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Apple’s New AI Technology: Smart, Private and Powered by OpenAI

Apple Intelligence is coming. And the technology giant says that their AI developments will create “intelligence that understands you“.

For some, the idea that a device (originally a tool to make a phone call) will develop empathy may be unnerving, particularly as it will rely on drawing on your data to allow generative AI to deliver smarter features.

Acknowledging this, Craig Federighi, senior vice president of Software Engineering at Apple, has described Apple’s new AI technology as having been “built with privacy at the core”.

These ambitious plans for AI-driven features will be powered via a partnership between Apple and OpenAI (which developed GPT).

What is GPT and how does it work?

For the uninitiated, GPT (current version GPT4o) stands for “Generative Pre-trained Transformers”, which, in short, comprises a large language model (or “LLM”).

In relation to generating text, an (albeit over-simplistic) way of describing how an LLM works is that it predicts the most statistically probable next word (or “token”) in a sequence.

For example, if you input “who was the last Head of the Commonwealth” into ChatGPT (a bot powered by GPT), won’t search a database (in the way that Google operates). Instead, the LLM has been trained to know that that “Queen”, “Elizabeth” and “II” is a statistically probable sequence of “tokens” that completes the input.

In the last year or so, Apple has received some criticism for falling behind on AI features, deploying a foundation model at a time when AI has developed a chokehold on consumer technology innovation.

OpenAI will be quite an upgrade for Apple, allowing the technology to move from 3 billion to 1.76 trillion variables in its available data set.

This will allow for actions to be carried between apps, as well as the automatic writing and summarising of text, management of notifications etc. Manually navigating a journey within Apple’s ecosystem (between, say, Notes, Photos and Siri) may no longer be required to generate a single output.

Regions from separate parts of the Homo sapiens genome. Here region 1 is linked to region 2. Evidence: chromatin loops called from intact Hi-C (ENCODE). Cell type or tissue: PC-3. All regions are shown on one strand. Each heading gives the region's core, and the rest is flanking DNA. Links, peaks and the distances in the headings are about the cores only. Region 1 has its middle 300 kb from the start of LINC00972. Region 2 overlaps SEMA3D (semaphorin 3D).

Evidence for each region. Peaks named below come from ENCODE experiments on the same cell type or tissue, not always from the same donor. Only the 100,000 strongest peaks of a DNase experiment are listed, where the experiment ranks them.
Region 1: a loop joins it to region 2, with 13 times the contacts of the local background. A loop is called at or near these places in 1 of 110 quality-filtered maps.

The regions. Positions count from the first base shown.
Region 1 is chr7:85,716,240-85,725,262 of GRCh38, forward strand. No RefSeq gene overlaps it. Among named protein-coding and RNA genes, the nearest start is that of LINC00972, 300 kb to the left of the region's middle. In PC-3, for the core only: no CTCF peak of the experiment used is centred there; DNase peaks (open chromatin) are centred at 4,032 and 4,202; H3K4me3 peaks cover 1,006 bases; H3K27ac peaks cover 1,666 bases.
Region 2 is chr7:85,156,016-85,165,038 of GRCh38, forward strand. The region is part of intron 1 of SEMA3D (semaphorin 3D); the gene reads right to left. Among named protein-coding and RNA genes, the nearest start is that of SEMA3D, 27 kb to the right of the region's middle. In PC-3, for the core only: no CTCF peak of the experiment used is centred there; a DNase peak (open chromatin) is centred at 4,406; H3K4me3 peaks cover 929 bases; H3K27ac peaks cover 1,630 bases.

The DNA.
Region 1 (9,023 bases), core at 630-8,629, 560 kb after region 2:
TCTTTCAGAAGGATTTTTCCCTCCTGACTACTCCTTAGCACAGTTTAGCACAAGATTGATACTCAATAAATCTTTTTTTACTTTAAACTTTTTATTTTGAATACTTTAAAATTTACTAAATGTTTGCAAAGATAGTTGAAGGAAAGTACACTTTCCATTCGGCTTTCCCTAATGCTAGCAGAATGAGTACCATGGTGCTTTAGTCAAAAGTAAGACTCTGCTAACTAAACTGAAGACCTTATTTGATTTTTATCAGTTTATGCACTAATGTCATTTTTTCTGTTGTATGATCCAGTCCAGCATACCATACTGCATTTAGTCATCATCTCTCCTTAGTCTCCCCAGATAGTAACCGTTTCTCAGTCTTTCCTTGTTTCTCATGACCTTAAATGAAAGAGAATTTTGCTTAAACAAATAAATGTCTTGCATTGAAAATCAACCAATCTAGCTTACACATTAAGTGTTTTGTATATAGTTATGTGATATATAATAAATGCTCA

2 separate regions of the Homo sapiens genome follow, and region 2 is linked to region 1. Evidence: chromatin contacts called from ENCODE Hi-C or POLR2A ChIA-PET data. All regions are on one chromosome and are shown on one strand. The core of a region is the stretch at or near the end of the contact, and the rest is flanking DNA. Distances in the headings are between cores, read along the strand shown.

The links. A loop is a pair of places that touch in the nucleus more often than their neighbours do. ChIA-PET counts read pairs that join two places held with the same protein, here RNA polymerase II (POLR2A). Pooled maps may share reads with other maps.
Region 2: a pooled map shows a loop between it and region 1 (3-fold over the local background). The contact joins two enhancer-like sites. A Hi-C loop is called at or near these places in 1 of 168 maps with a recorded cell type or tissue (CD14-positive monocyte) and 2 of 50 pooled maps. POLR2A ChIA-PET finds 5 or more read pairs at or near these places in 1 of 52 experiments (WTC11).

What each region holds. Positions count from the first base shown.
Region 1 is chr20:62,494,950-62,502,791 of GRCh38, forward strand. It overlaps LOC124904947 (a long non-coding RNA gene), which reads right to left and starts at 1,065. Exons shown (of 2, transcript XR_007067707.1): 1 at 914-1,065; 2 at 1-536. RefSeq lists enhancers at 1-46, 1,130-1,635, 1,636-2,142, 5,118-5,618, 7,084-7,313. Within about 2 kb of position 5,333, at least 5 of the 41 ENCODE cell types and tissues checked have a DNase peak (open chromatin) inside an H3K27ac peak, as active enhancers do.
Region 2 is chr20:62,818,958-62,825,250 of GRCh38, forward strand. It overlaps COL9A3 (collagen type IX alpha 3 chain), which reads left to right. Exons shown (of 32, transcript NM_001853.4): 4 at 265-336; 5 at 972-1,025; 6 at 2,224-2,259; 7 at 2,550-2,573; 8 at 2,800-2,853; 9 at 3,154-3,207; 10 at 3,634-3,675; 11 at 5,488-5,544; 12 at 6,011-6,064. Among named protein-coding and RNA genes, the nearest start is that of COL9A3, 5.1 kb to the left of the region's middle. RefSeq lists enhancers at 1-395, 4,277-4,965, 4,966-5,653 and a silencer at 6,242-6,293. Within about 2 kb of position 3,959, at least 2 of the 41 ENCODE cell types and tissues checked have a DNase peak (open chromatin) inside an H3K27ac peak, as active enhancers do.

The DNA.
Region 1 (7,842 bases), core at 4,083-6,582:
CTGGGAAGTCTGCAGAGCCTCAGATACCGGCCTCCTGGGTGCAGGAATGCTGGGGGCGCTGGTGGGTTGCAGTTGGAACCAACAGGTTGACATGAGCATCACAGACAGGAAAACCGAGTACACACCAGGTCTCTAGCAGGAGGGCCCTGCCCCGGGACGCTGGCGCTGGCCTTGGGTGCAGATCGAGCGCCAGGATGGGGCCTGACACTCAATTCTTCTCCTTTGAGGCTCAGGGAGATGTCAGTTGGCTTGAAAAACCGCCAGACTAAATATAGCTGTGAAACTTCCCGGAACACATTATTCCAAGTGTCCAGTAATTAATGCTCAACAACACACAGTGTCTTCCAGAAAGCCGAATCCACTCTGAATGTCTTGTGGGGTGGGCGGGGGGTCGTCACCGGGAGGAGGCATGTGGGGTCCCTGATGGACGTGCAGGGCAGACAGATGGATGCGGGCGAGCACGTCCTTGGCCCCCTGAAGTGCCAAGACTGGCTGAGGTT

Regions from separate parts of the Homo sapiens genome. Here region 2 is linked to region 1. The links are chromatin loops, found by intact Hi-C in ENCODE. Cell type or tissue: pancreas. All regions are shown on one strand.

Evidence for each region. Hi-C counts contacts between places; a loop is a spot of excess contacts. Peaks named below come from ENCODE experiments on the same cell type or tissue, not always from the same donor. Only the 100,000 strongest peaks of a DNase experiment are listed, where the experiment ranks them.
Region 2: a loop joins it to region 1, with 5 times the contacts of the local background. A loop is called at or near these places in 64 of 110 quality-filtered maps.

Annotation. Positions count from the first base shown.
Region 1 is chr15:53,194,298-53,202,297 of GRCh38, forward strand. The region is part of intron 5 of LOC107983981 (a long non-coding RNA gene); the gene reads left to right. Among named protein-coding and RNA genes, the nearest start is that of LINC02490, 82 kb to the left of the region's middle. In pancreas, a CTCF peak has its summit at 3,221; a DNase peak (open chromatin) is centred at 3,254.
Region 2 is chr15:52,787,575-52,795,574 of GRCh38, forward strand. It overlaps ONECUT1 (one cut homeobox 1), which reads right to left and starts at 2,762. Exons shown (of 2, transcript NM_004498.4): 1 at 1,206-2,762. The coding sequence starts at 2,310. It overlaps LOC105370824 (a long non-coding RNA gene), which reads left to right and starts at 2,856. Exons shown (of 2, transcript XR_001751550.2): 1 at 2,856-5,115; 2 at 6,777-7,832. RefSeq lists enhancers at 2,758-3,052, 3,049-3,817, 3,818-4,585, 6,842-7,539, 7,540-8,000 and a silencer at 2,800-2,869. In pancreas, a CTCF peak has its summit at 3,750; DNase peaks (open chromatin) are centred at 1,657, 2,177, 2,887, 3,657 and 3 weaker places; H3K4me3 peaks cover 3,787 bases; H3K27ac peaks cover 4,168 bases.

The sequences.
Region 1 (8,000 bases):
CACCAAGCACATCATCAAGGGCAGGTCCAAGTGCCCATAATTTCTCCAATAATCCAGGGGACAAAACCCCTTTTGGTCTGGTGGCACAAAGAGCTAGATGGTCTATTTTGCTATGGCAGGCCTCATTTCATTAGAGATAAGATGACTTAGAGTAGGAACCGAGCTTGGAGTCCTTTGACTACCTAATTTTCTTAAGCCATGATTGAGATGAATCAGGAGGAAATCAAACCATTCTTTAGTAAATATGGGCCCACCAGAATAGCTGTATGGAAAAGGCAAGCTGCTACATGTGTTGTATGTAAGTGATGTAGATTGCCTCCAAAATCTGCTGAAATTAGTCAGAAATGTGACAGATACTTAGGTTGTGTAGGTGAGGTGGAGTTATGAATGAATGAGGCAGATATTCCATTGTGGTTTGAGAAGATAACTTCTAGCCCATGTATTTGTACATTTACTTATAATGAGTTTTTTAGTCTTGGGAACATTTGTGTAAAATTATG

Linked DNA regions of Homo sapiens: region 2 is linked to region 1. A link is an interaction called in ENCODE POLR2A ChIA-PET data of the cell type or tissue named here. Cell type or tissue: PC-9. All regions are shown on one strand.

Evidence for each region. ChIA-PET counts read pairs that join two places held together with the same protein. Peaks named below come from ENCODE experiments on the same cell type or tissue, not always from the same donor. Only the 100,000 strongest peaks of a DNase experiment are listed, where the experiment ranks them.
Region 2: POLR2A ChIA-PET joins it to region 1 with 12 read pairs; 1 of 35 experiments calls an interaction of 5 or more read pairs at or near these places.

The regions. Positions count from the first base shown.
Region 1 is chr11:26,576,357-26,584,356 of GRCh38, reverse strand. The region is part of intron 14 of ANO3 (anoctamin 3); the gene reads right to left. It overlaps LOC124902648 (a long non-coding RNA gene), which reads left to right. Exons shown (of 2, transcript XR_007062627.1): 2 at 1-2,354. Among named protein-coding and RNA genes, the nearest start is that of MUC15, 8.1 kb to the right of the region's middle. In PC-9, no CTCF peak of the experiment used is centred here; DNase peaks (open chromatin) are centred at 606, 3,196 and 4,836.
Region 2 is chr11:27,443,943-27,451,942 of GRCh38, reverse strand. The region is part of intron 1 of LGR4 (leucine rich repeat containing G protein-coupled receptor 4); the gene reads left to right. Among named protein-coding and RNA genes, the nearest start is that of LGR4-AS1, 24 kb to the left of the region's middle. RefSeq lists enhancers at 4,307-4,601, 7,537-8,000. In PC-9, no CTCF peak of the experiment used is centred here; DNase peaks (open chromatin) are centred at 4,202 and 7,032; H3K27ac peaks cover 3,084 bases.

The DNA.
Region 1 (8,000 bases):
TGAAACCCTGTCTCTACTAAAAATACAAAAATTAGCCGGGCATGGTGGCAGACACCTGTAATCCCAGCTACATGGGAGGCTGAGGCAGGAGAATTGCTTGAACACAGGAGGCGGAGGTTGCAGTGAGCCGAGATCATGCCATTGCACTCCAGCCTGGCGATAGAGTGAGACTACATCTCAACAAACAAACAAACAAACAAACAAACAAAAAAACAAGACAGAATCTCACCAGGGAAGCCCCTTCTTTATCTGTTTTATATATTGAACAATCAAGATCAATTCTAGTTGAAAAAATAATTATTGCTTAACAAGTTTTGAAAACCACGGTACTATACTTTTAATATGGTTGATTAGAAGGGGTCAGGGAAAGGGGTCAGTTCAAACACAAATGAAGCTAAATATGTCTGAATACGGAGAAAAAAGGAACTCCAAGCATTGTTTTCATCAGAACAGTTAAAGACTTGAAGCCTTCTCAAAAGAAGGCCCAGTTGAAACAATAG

How is privacy affected in Apple’s new AI technology?

The terms “personal data“, data “collection“, “processing” and “sharing” are key concepts for regulators (such as the ICO), lawyers and their clients when advising on compliance with GDPR and Data Protection in the UK and the EU.

Apple’s plans (and those of its competitors) will lead to ground-breaking outcomes in user function but there are questions to be answered regarding how the new technology will use “personal data”, which Apple have started re-branding as “personal context“.

Apple have said that, to manage privacy concerns, features such as “on-device processing” (to limit data sharing) will be deployed and that when data needs to leave the device it will accessed by a combination of GPT’s LLM in conjunction with Apple’s Private Cloud Compute, such that it is processed securely in the cloud without the data being stored or made available to third parties.

Apple says that the technology will be made “aware of your personal data without collecting your personal data”.

Other safeguards include Apple’s approach to AI image generation. To self-regulate the issue of “deep fakes”, the technology will restrict outputs to animations, illustrations and sketches.

As tech companies rebrand traditional terminology, the law will need to grapple with the identification and use of data in a rapidly evolving sector. What is certain, is that these new offerings will undoubtedly rely on vast amounts of personal information (“context”).

As the biggest tech company in the World (by revenue), we await to see how “Apple Intelligence” (to be launched in Europe in 2025) handles the much-debated privacy concerns of generative AI.

How can Morr & Co help?

If you would like more information and advice on understanding AI, especially Apple’s new AI technology and it’s potential impact on your business, please call 01737 854500 or email [email protected] and a member of our expert corporate and commercial team will get back to you.


Although correct at the time of publication, the contents of this newsletter/blog are intended for general information purposes only and shall not be deemed to be, or constitute, legal advice. We cannot accept responsibility for any loss as a result of acts or omissions taken in respect of this article. Please contact us for the latest legal position.

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